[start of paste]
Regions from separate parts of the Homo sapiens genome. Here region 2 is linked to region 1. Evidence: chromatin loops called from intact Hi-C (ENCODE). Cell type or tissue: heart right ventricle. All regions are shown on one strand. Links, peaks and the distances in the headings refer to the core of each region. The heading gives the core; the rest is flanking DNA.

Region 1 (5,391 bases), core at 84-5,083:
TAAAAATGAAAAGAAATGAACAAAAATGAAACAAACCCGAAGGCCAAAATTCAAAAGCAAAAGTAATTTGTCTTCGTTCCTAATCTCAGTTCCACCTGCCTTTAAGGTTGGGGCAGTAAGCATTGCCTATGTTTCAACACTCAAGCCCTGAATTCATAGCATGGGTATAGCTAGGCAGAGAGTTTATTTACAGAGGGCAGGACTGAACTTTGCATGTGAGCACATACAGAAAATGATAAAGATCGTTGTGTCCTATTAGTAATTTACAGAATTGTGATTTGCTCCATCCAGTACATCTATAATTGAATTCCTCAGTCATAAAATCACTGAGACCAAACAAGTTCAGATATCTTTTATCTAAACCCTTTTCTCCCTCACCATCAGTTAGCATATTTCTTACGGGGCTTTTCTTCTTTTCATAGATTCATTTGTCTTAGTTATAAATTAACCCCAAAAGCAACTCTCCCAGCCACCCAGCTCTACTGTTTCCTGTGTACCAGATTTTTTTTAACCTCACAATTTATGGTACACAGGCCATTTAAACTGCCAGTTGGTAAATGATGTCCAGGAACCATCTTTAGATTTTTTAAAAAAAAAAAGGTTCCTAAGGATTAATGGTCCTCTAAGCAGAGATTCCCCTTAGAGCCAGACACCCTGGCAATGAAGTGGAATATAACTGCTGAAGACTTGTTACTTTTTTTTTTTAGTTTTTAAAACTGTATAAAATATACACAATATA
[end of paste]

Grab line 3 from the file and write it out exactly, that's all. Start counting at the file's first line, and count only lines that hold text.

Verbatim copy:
TAAAAATGAAAAGAAATGAACAAAAATGAAACAAACCCGAAGGCCAAAATTCAAAAGCAAAAGTAATTTGTCTTCGTTCCTAATCTCAGTTCCACCTGCCTTTAAGGTTGGGGCAGTAAGCATTGCCTATGTTTCAACACTCAAGCCCTGAATTCATAGCATGGGTATAGCTAGGCAGAGAGTTTATTTACAGAGGGCAGGACTGAACTTTGCATGTGAGCACATACAGAAAATGATAAAGATCGTTGTGTCCTATTAGTAATTTACAGAATTGTGATTTGCTCCATCCAGTACATCTATAATTGAATTCCTCAGTCATAAAATCACTGAGACCAAACAAGTTCAGATATCTTTTATCTAAACCCTTTTCTCCCTCACCATCAGTTAGCATATTTCTTACGGGGCTTTTCTTCTTTTCATAGATTCATTTGTCTTAGTTATAAATTAACCCCAAAAGCAACTCTCCCAGCCACCCAGCTCTACTGTTTCCTGTGTACCAGATTTTTTTTAACCTCACAATTTATGGTACACAGGCCATTTAAACTGCCAGTTGGTAAATGATGTCCAGGAACCATCTTTAGATTTTTTAAAAAAAAAAAGGTTCCTAAGGATTAATGGTCCTCTAAGCAGAGATTCCCCTTAGAGCCAGACACCCTGGCAATGAAGTGGAATATAACTGCTGAAGACTTGTTACTTTTTTTTTTTAGTTTTTAAAACTGTATAAAATATACACAATATA